Tell your sustainability story without being accused of greenwashing

Iona Silverman from Freeths’ IP & Media team explains how to get your messaging right and mitigate the risks
Man painting green pollution from a chimney

Millennial and Gen Z shoppers demand sustainable practices Ivan Marc; Shutterstock

Sustainability matters to consumers, including affluent ones. 

Millennial and Gen Z shoppers demand sustainable practices and UBS investment bank found that this group was responsible for 85% of luxury sales growth in 2018. Brands want to shout about how green they are but, making misleading environmental claims – greenwashing – whether in conventional advertising and marketing copy, annual reports or even presentations to third parties, can harm a business’s reputation, costing it customers and investors. While the advertising standards agency (ASA) banning your ad may not be a big issue, the Competition and Markets Authority (CMA) is set to get the power to fine companies up to 10% of global turnover if they breach the green claims code. 

Here are some tips for getting your messaging right and mitigating the risks.

1. Be honest
You can't make a general claim – for example, zero emissions – that relates only to a part of your product or its life cycle, or make a claim that omits relevant information. Don't imply that your product has changed to be better for the environment if it wasn't bad to start with, or highlight the absence of an environmentally damaging ingredient that isn’t usually found in that product.

2. Be transparent
Where possible, look at the full life cycle of your product. The circular economy is a great opportunity for luxury brands to build loyalty and lighten their environmental impact. If you do make claims in relation to specific parts of your product, be really clear that that's what you're doing. Give consumers access to more detail on a website using a QR code or an asterisk.

3. Think about what you’re claiming…
Sustainability matters to luxury shoppers. Two thirds of affluent or high net worth respondents to Altiant’s global luxury and asset management (GLAM) monitor published in July 2023 said that it is very or somewhat important to them for brands to commit to policies that promote environmental protection, social responsibility and ethical behaviour. You want to shout about your credentials but make sure that you say what you really mean and it hasn’t got lost in translation.

4. …and make sure you can substantiate it
You need to hold the data to substantiate your claims. If it’s from a supplier, have that data and interrogate it. Make sure that data is up to date and substantiates the claim that you are making. 

5. Be specific
Talk specifically about what your company is doing to achieve your sustainability goals. If you're going to use comparative words like kinder, better, cleaner, or greener, you need to be very clear what your product is kinder, better, cleaner, or greener than.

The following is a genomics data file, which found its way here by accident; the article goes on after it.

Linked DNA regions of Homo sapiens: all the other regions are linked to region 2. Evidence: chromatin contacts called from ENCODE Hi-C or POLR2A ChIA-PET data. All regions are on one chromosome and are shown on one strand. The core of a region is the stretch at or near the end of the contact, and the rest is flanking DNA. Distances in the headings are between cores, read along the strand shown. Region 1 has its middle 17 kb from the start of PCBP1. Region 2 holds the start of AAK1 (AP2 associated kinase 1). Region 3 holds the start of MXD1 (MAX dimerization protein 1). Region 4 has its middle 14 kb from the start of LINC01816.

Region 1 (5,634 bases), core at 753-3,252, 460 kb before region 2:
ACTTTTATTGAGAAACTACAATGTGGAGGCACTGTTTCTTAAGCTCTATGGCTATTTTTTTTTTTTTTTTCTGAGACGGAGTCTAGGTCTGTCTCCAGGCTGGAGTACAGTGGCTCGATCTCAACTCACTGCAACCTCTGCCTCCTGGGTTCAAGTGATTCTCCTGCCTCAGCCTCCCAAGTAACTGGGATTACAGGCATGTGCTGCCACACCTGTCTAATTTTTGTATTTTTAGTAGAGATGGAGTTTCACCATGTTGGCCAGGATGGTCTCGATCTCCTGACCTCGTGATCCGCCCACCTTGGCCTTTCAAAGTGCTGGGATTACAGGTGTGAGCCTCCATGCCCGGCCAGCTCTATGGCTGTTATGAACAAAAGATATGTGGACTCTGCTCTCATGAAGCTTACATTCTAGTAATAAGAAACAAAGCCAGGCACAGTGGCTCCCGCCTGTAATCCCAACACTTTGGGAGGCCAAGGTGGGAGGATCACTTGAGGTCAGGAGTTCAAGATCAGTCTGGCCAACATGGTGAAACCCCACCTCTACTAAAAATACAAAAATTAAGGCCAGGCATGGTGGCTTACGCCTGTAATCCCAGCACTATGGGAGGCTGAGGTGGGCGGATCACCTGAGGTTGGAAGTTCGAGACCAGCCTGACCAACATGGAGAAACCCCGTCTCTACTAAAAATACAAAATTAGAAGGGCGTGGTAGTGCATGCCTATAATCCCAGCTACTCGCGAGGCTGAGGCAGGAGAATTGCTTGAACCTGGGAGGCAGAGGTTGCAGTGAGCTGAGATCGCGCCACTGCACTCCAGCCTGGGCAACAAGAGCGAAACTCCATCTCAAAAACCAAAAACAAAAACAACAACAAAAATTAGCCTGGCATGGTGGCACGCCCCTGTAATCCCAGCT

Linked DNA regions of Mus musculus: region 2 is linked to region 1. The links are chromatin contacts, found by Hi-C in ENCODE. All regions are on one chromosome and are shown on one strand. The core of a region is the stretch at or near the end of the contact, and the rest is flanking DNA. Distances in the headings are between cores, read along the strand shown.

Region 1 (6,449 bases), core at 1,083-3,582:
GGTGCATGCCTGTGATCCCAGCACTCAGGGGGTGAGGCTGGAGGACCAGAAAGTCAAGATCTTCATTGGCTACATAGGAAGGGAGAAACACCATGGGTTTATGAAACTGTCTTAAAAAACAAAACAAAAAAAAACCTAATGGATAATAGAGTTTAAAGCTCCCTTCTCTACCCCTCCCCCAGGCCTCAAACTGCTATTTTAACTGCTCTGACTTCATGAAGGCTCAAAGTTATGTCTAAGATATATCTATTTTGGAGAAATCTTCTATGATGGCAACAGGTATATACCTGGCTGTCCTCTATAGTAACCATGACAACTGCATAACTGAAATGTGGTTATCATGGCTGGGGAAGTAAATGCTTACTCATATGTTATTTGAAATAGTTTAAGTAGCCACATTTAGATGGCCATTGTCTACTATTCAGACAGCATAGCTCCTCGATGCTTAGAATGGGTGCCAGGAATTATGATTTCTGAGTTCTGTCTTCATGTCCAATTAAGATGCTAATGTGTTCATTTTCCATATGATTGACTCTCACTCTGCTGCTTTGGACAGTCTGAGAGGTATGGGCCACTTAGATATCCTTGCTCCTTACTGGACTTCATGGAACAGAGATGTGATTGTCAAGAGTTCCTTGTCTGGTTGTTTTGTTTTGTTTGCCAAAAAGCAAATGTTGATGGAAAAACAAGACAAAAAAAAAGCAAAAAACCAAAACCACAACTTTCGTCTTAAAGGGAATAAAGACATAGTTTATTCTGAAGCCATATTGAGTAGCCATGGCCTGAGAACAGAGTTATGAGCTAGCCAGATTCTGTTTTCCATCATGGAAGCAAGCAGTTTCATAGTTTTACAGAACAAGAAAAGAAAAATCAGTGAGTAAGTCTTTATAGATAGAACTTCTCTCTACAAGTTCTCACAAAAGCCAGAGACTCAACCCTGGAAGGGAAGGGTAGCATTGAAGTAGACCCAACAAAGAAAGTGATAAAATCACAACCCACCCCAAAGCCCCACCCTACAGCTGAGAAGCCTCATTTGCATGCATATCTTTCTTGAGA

6. Avoid buzzwords
Avoid terms like green, eco-friendly and sustainable unless it’s really clear how you're using them. The ASA’s latest update to their guidance says that carbon neutral isn’t acceptable, as people don't understand it. Don't use green imagery on its own – it could be misleading. 

7. Don’t make any assumptions
You can't suggest that your claim is universally accepted unless it is. You need to substantiate that it is the case for your product.

8. Consider net impact on the environment
If you have a product or a service which is better for the environment, shout about it but make it clear what the overall impact of your business is. Say where people can go to find out more about what you're doing and how you’re trying to improve.

How to mitigate risk

  • Get the topic on your board’s agenda – Your board needs to be aware of the risks: banned ads, fines, damage to your reputation, consumer and class action, NGO activism, even claims of breaches of directors’ duties and climate change litigation. 
  • Agree on your business approach to risk – Every company is different – decide how much risk you are willing to take. 
  • Train your marketing team – Educate your marketing team in what claims your company is comfortable using. At Freeths, we're happy to train marketing teams or review content.
  • Put a process in place so that high risk claims make their way to legal – Set out the claims that you're comfortable making and the data you've got to substantiate them; the claims you're not comfortable making; and the claims that you need more data for. Make sure that this last type of claim is funnelled through to legal. 
  • Address any ASA complaints head on – If you or a supplier get a complaint, tackle it straightaway. Getting advice from the start increases your chances of avoiding a negative decision or securing a confidential decision rather than a public one. Make sure that everyone in the supply chain knows to flag issues early.

With three quarters of respondents to the GLAM monitor saying they are willing to pay more for sustainable luxury products, getting this right matters. For support telling your sustainability story, contact Iona on 0345 030 5781 or at

Iona Silverman is a partner in Freeths London IP & Media with experience in advertising and marketing law. She regularly drafts complex agreements relating to branding, marketing and development of technology. Iona also advises on working with influencers, product design and product packaging claims, with a particular interest in environmental claims and greenwashing. She can be reached at

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